Infant mortality rates (IMRs) for the 24 districts of the State of Rio Grande do Sul, Brazil, for 1972, have been correlated to 12 variables representative of the state's agrarian structure, as well as five other socioeconomic variables, through Pearson's correlation coefficient and multiple linear regression. The IMR was found to be significantly larger in the districts characterized by large properties, cattle raising and wage earning, rather than in the districts of small properties, agriculture and large rural population. The IMR was not found to be correlated to the variables representing education, housing, medical care or availability of banks, but there was a direct association with the sanitation variable. A multiple linear regression equation was then obtained, in which the agrarian variables accounted for 70% of the variation in the IMR, while the non-agrarian ones accounted for 13%. These findings support the hypothesis that the agrarian structure of Rio Grande do Sul may influence the observed distribution of the IMR in the state, while other variables specifically related to the preservation and restoration of health do not seem to play an important role.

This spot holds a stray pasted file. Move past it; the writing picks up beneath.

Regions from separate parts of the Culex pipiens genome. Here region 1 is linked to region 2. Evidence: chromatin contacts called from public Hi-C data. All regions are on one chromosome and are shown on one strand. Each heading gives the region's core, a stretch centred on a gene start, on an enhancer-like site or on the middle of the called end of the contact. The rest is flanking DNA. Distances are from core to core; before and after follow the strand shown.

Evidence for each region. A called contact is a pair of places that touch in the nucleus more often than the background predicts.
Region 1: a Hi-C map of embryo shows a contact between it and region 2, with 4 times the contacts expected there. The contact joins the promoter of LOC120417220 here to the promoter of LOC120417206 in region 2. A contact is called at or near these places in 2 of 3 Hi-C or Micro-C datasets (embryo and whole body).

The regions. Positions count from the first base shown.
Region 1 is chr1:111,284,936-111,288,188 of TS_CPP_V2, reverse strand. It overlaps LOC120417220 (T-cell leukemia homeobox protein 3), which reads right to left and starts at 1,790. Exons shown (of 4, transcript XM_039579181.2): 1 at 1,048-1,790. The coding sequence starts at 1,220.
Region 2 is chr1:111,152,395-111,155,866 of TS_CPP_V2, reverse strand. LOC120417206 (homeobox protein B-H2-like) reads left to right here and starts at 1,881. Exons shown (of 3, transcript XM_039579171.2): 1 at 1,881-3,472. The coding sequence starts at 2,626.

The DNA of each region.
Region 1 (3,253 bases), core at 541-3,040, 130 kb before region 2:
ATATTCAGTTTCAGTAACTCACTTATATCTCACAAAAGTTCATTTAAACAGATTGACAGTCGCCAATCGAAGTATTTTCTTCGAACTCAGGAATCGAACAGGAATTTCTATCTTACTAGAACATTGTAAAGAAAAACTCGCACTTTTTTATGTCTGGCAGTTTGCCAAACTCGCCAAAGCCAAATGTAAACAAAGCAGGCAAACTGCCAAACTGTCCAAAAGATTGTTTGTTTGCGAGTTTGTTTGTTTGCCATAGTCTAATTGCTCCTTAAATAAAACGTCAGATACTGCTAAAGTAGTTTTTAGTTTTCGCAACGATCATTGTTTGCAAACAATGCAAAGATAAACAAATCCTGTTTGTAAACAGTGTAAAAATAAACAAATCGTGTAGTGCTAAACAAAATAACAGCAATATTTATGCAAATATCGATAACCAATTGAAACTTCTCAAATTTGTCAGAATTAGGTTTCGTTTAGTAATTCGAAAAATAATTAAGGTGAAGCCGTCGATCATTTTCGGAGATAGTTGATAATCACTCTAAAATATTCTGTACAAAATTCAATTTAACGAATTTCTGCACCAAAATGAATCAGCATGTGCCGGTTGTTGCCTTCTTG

|Original language||English (US)|
|Number of pages||10|
|Journal||Journal of Tropical Medicine and Hygiene|
|Publication status||Published - 1980|
ASJC Scopus subject areas
- Infectious Diseases